During the summer, B.C. reported a rise in the number of water-related emergencies and drownings occurring compared to the previous year.
With British Columbians increasingly turning to local travel during the pandemic, those who are new to outdoor activities and excursions need to be properly prepared for the terrain, the elements, and emergency situations—and that’s especially true as we head further into autumn and winter.
Three rescue efforts this past weekend illustrate the importance of being prepared.
On October 24, Lions Bay Search and Rescue was called to locate and extract two lost hikers in the Harvey Basin area, who were reportedly ill-equipped.
After the hikers missed a turn off to the Lions Trail, they had continued to the Harvey Basin Trail until they lost track of the trail in the snow.
Luckily, the hikers managed to obtain cell coverage and relayed their approximate location to search and rescue.
When rescuers spotted them, who were wearing dark camouflage clothing, from a helicopter, rescue teams were dropped off at a nearby ridge before making their way over slick and uneven terrain covered by about 20 centimetres (eight inches) of new snow to reach the two individuals.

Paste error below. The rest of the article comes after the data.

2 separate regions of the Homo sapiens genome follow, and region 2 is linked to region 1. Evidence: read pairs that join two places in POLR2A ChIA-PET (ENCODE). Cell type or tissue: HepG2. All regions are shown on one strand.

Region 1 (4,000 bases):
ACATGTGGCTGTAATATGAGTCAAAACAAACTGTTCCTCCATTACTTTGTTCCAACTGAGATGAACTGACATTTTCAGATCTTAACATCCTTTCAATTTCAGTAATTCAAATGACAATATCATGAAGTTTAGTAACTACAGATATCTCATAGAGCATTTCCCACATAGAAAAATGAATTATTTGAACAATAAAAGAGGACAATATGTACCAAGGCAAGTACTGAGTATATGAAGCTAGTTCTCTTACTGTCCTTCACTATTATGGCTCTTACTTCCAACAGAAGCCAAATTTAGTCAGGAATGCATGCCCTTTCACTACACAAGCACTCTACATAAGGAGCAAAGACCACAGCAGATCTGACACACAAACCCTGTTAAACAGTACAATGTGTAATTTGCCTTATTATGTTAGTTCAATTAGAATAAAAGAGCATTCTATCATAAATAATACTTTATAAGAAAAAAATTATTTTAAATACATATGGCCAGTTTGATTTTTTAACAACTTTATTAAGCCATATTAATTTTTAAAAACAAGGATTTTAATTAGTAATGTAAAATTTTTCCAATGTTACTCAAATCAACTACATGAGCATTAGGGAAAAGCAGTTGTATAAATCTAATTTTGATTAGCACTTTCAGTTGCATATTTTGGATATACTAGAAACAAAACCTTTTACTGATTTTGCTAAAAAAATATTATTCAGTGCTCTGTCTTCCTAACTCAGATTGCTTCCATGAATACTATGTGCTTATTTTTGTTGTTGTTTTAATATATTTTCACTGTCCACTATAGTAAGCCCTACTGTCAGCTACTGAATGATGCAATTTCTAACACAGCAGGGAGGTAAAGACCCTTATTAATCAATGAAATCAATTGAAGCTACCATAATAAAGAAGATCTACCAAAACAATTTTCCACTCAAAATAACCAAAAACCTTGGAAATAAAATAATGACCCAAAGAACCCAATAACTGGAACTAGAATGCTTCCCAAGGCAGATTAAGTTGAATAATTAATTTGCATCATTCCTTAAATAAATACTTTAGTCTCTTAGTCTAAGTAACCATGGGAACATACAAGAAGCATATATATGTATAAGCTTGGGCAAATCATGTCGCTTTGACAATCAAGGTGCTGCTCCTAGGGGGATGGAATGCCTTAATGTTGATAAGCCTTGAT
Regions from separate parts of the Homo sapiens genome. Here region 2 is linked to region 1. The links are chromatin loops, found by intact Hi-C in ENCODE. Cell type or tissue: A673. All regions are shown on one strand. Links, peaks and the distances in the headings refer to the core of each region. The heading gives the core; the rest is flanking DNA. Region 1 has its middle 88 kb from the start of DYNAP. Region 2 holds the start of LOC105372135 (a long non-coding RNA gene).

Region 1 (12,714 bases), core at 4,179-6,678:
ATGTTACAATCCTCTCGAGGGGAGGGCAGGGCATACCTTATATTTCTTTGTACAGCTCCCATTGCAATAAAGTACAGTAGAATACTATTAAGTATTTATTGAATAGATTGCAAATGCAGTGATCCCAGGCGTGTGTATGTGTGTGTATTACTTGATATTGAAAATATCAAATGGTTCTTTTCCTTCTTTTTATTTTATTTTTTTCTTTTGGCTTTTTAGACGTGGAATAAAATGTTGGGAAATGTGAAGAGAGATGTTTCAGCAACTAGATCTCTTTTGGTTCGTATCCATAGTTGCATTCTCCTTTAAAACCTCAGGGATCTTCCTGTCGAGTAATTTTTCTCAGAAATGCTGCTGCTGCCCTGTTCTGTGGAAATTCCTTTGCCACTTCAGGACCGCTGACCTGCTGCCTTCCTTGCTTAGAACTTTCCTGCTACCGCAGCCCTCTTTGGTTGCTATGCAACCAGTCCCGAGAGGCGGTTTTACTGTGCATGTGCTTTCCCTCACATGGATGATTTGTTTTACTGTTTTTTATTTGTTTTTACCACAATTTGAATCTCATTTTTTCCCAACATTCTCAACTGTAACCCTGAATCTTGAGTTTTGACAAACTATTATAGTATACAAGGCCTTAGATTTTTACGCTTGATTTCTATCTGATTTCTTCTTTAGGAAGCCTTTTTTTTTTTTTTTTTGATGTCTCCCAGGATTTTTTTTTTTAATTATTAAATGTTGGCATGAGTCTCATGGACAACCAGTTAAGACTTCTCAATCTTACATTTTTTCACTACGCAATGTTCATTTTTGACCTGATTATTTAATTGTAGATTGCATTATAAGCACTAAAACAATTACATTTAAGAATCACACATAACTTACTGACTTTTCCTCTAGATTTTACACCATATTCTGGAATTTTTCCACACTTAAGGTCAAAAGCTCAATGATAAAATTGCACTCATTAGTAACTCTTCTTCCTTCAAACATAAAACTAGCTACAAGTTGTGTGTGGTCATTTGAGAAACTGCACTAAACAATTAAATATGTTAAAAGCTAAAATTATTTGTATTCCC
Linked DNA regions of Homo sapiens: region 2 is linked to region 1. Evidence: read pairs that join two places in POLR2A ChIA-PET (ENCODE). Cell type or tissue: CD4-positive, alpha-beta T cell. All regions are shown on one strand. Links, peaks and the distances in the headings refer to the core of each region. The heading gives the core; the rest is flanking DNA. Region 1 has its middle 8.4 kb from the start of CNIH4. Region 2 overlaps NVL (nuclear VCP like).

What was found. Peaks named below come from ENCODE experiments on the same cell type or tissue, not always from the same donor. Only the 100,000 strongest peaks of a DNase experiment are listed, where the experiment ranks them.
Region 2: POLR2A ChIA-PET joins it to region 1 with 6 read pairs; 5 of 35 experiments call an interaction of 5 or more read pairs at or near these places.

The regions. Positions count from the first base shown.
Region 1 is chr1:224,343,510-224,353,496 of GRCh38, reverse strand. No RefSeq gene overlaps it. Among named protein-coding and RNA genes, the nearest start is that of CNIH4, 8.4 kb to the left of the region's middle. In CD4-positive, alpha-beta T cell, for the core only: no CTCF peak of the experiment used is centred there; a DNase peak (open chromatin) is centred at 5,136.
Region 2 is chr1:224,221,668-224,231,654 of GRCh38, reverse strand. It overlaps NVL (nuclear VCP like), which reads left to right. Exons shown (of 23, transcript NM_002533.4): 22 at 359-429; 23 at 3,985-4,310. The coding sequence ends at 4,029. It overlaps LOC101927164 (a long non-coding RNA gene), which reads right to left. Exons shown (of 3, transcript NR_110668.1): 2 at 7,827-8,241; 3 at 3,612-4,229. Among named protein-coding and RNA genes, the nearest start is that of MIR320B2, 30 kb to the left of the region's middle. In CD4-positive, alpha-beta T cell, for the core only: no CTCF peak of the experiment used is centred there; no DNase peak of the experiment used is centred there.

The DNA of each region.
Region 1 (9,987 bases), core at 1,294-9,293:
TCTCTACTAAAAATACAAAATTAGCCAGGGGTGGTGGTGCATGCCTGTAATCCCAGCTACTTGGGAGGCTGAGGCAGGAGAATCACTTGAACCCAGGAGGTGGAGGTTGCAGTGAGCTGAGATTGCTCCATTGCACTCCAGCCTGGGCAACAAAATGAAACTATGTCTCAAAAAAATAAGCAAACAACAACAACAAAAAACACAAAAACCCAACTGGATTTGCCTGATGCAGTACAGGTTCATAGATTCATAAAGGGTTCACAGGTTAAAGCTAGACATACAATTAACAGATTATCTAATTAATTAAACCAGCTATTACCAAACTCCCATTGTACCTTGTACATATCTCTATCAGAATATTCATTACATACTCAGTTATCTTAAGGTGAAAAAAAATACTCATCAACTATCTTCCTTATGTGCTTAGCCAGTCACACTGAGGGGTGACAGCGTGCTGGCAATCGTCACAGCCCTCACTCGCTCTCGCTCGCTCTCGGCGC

By the time rescuers reached the pair, they were shivering in cotton clothing that had frozen solid.
After being given a change of clothing, proper hiking boots, and heat vests and tea, the six rescue team members and two hikers made a three-hour hike out of the field (the helicopter returned to Vancouver International Airport due to darkness), returning by about 10 p.m.
The two hikers had gone hiking without leaving a trip plan, had not informed anyone where they were going, were wearing inappropriate clothing (including shorts) and footwear, did not have a flashlight, and didn’t backtrack to retrace their steps after they lost their way.
Lions Bay SAR wasn’t the only search team that had to go out to rescue hikers.
On October 24, North Shore Rescue (NSR) was called about a stranded hiker in Hanes Valley, who was wearing improper footwear, as well as a lost hiker near Lynn Headwaters. Both individuals were located and rescued.
NSR says that proper outdoor clothing includes warm winter hiking boots, gaiters, PolyPro layers, puffy jackets, shell jackets, toques, gloves, and a change of base layer to replace the sweaty base layer you hike in.
NSR also explains that in autumn, hikers can experience sun, sleet, snow, and icing in the course of one day. Also, as avalanche risks will increase in the coming weeks, hikers need to take an avalanche course and take appropriate equipment (beacon, probe, shovel).
Those hoping to get outside today (October 26) should note that Grouse Mountain issued a notice that the Grouse Grind is closed due to icy and unsafe conditions.